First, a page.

Monkeypox has now been found in 23 U.S. states in an outbreak that has seen over 3,300 confirmed cases worldwide across 42 countries, according to the U.S. Centers for Disease Control and Prevention (CDC)
Monkeypox, a virus usually seen in Central and West Africa, is currently spreading across non-endemic countries, including Europe and North America. It is a zoonotic virus originally transmitted from animals to humans, with symptoms similar but less clinically severe as those experienced by smallpox patients in the past.
While some earlier cases have been associated with gay and bisexual men—with many stemming from a single conference event—anyone of any sexuality can contract the disease, as it is transmitted from one person to another by physical contact with lesions, body fluids, respiratory droplets and contaminated materials. There is no currently conclusive evidence that monkeypox is classifiable as a sexually transmitted disease (STD). Symptoms may include fever, headaches, muscle aches, swollen lymph nodes, chills, and exhaustion, followed by a characteristic skin rash that can cause scarring.
The list of states where monkeypox has now been found include (There have been four reported cases in Washington D.C.):
Arizona was thought to have a single case of monkeypox, as of June 22. The patient is a man in his late 30s who is currently in isolation and recovering. Testing at the Arizona State Public Health Laboratory returned a presumptive positive result, which was confirmed by the CDC.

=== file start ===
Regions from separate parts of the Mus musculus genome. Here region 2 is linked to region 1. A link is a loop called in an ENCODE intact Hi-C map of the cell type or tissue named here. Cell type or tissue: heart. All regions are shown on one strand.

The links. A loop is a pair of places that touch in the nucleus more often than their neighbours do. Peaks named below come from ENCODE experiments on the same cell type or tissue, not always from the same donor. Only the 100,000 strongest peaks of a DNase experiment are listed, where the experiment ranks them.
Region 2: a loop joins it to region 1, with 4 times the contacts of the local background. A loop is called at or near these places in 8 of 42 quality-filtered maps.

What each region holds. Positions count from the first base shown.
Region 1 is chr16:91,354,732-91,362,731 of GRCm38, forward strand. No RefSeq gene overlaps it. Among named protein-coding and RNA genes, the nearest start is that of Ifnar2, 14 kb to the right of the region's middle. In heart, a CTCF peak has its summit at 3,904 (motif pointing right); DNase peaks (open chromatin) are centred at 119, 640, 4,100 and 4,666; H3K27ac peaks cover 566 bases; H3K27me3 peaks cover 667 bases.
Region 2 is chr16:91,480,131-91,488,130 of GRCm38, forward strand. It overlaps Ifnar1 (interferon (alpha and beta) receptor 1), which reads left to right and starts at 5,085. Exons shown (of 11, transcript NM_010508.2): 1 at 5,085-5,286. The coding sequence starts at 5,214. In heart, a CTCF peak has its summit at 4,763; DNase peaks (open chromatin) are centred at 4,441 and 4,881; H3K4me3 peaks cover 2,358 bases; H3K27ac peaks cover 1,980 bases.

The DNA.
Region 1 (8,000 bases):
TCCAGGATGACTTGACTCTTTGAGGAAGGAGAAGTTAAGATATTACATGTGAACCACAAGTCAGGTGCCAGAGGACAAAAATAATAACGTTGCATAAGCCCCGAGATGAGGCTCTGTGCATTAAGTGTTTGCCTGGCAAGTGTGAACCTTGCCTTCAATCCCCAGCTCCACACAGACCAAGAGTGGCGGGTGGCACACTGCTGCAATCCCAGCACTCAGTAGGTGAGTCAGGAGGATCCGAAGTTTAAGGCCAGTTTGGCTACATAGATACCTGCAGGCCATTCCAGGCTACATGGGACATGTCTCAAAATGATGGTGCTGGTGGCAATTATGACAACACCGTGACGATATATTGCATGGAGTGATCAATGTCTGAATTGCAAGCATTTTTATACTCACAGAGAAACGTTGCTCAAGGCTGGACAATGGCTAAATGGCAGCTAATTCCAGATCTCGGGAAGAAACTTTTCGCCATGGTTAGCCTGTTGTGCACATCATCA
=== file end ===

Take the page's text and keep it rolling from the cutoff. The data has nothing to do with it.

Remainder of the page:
“ADHS [Arizona Department of Health Services] is working closely with local health departments throughout Arizona to identify and respond quickly to any potential cases,” said Don Herrington, ADHS interim director. “It’s important to note that monkeypox is highly controllable through simple precautions.”
California had reported 39 cases of monkeypox as of June 21.
“While it’s good to stay alert about any emerging public health outbreaks, the current risk of getting monkeypox in the general public is very low,” said the California Department for Public Health.
Colorado had five cases of monkeypox as of June 16. Scott Bookman, director of the Colorado Department of…